but not the Deirdre Le Faye edition…..the Brabourne edition;-)

This may initially appear to you as a strange thing to include in a  book review, a set of books that have been out of print for over 100 years…but wait …you well probably be as surprised and pleased as I was to discover that Cambridge University Press have recently taken on the concept of print-on-demand books and have made it into something that has the potential to be very special indeed.

They are re-issuing scholarly out of print books from the unimaginably wide range of books in their libraries.

The edition of Jane Austen’s letters edited by Jane Austen’s nephew, Lord Brabourne, is among the first digitally reprinted books to be issued in the new series –The Cambridge Library Collection

It comes in the form of two very reasonably priced volumes, both in paperback editions.

They are facsimiles of the original books, first published in 1884 by Richard Bentley and Son.

The originals have become so expensive that I have long since put my reasonably-priced-when-bought-all those- years-ago volumes on The Not To Be Touched Shelf.

So now I am pleased to own these two volumes in this accessible form so that I can examine them once again without fear of breaking the spine, spilling tea over them  or otherwise damaging them in my usual klutzy way.

This Brabourne collection is, of course, available on-line, and has been superseded by the Le Faye Edition, but it still has some merits, the introductions by Lord Barbourne and interesting family documents etc, and there is a charm in examining the first proper selection of Jane Austen’s letters in its original form. Especially when the original volumes are now so scarce and…so ruinously and hideously expensive.  And despite, or rather because of being a fond Kindle owner, I find I do like to hold a book in my hands, rather than read one on line, especially if I’m doing it for prolonged periods of time. So this re-issue is wonderful.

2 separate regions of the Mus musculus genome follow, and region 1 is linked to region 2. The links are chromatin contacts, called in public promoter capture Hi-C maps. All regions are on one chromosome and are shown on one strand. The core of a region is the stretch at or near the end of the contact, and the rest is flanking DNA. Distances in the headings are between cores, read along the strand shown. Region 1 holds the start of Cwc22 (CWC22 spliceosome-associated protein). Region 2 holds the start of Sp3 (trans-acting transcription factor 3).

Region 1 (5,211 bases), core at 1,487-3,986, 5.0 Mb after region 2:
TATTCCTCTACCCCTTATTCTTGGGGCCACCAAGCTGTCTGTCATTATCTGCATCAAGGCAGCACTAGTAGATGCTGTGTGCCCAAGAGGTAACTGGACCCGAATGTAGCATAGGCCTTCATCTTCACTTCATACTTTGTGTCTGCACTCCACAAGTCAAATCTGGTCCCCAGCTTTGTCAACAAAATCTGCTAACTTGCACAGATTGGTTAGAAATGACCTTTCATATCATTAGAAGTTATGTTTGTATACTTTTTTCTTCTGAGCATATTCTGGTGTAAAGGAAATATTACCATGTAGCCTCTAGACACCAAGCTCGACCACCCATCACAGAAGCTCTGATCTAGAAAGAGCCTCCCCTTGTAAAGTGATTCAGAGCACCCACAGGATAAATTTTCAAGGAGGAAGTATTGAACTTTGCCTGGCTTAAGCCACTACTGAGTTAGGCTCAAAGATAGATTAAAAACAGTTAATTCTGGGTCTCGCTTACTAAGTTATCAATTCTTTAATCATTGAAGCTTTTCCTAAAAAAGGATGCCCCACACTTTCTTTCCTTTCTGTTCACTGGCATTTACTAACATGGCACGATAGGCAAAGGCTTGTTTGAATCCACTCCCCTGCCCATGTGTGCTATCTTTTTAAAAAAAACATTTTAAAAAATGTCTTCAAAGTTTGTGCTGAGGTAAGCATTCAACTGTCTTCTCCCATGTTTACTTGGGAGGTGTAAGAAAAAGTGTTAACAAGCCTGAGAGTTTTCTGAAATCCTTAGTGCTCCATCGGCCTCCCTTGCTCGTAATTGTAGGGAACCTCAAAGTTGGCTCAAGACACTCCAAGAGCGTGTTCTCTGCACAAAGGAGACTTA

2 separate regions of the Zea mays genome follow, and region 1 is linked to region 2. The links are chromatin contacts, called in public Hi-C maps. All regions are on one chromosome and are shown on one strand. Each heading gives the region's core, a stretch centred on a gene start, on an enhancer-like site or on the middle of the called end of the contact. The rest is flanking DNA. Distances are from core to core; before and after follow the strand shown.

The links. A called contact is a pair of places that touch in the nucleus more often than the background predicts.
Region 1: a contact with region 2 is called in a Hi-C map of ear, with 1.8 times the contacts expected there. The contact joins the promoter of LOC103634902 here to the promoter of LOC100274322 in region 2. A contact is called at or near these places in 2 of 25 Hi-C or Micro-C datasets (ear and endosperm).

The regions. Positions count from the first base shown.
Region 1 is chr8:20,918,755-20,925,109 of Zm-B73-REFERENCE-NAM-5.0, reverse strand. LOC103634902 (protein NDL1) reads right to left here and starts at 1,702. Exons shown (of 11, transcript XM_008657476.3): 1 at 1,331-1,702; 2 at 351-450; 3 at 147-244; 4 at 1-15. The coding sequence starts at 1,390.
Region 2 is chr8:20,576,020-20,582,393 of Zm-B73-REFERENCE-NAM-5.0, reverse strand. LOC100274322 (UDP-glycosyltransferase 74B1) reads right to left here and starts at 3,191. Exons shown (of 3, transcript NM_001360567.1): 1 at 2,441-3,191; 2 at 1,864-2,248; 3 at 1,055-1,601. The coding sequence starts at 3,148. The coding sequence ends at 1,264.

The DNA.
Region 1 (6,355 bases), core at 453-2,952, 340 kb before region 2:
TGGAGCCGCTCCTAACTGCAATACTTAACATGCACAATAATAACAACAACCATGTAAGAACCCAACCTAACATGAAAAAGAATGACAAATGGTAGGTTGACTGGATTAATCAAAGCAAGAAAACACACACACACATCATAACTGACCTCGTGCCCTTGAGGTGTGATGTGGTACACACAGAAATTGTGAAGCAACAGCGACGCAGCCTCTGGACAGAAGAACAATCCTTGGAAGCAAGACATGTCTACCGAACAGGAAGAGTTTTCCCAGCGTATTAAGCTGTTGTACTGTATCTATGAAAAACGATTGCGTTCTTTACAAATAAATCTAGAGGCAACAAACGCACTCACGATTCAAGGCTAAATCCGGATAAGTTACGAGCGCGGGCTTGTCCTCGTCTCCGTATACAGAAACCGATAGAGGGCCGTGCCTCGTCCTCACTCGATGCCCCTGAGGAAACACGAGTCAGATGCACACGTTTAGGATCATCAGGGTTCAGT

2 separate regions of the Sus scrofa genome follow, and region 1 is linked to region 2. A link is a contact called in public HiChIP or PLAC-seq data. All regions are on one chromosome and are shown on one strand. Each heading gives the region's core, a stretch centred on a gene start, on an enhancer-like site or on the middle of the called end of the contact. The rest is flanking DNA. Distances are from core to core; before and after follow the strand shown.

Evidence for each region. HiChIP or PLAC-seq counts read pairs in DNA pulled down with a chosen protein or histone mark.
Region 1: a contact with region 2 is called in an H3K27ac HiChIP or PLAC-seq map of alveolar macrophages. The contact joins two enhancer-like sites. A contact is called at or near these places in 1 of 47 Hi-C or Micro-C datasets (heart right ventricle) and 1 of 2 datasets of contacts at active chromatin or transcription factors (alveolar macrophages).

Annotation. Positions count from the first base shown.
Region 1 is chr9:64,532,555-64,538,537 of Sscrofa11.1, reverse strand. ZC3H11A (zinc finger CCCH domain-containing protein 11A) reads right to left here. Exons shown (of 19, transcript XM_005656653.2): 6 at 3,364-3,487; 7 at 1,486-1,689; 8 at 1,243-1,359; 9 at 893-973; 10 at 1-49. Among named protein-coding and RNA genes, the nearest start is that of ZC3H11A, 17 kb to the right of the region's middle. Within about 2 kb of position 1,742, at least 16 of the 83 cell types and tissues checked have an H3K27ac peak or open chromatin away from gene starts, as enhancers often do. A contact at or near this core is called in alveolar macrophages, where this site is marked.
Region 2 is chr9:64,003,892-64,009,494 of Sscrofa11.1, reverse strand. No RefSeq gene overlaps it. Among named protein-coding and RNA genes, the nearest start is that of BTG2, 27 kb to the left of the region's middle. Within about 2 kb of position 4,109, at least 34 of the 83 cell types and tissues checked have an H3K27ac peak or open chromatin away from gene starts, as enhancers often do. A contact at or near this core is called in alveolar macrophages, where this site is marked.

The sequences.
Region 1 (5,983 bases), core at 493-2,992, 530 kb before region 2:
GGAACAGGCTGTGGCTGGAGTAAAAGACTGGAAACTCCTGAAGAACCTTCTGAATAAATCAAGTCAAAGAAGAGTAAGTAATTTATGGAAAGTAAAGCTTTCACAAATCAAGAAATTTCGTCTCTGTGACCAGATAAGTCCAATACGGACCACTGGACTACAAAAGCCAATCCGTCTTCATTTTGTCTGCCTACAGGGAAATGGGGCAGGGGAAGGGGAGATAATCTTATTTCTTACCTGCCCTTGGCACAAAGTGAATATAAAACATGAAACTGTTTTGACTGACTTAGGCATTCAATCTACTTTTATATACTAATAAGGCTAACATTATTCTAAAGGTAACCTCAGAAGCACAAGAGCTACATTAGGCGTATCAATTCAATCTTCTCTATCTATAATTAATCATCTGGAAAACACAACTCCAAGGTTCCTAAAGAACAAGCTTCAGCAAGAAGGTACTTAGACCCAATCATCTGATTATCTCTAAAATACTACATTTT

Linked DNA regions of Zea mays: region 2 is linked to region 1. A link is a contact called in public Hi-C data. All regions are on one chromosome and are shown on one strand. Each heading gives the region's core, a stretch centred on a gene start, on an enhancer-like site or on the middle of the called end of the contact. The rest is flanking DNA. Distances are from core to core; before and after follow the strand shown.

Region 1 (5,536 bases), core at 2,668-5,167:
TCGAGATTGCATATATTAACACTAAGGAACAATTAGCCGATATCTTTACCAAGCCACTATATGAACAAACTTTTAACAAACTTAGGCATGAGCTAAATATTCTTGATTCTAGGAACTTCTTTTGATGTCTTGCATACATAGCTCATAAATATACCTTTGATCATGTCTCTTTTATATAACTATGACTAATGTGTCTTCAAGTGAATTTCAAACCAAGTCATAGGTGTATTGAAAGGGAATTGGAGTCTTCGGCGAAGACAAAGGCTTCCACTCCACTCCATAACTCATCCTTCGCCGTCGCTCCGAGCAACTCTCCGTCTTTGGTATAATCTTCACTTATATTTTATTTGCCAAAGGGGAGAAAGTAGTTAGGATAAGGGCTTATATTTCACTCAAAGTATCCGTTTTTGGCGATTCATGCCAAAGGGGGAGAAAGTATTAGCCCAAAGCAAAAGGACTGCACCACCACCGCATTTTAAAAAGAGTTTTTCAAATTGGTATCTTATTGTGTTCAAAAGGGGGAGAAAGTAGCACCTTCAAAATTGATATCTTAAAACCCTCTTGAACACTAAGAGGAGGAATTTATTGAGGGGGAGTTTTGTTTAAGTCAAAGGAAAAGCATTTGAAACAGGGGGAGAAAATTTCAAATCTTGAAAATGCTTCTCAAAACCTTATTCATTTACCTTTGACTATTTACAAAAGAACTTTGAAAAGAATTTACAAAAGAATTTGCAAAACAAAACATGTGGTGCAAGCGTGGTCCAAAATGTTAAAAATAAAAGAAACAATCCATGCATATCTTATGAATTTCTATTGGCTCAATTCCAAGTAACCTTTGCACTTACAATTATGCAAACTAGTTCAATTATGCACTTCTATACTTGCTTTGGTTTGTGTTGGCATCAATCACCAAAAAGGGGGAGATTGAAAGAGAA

My only gripe is that the two illustrations in the books are quite fuzzy and indistinct.

The portrait supposedly of Jane Austen as a child, commonly known as The Rice Portrait ,

is rendered (as in the original books) in black and white but as you can see, below, this version is very blurred :

The view of Godmersham from The History and Topographical Survey of the County of Kent: Volume 7 (1798) by Edward Hasted in Volume II of the letters is also not particularly clear…

…especially if you compare it with the original print , of which I have a copy

However this is nitpicking on my part, a minor quibble. It is the text that is important and these books deliver it in a perfectly legible way.

The Cambridge University Press have only just begun to reissue many titles on many subjects in this series. Follow this link here to read a general introduction, and this link here gives the current list, subject by subject

Below is a very lovely and informative video of the whole process-accompanied by heavenly music by William Byrd sung by the choir of Girton College. Just click on it to play….

I love the idea that they are open to suggestions for further reprints and  I am compiling a list with a few suggestions. Their own collection of books must be mind bogglingly immense, but if you suggest a title of  merit that they do not own or is not out of copyright  but out of print ,they will attempt to pursue the matter and try to produce their own edition of the books.

As someone whose ancestor was John Baskerville, who was commissioned to print books for  Cambridge University in the 18th century, I have always had an affection for the CUP. I can only laud this whole process, and urge you to take advantage of this opportunity to own your own copies of hard to find and sometimes impossibly expensive texts.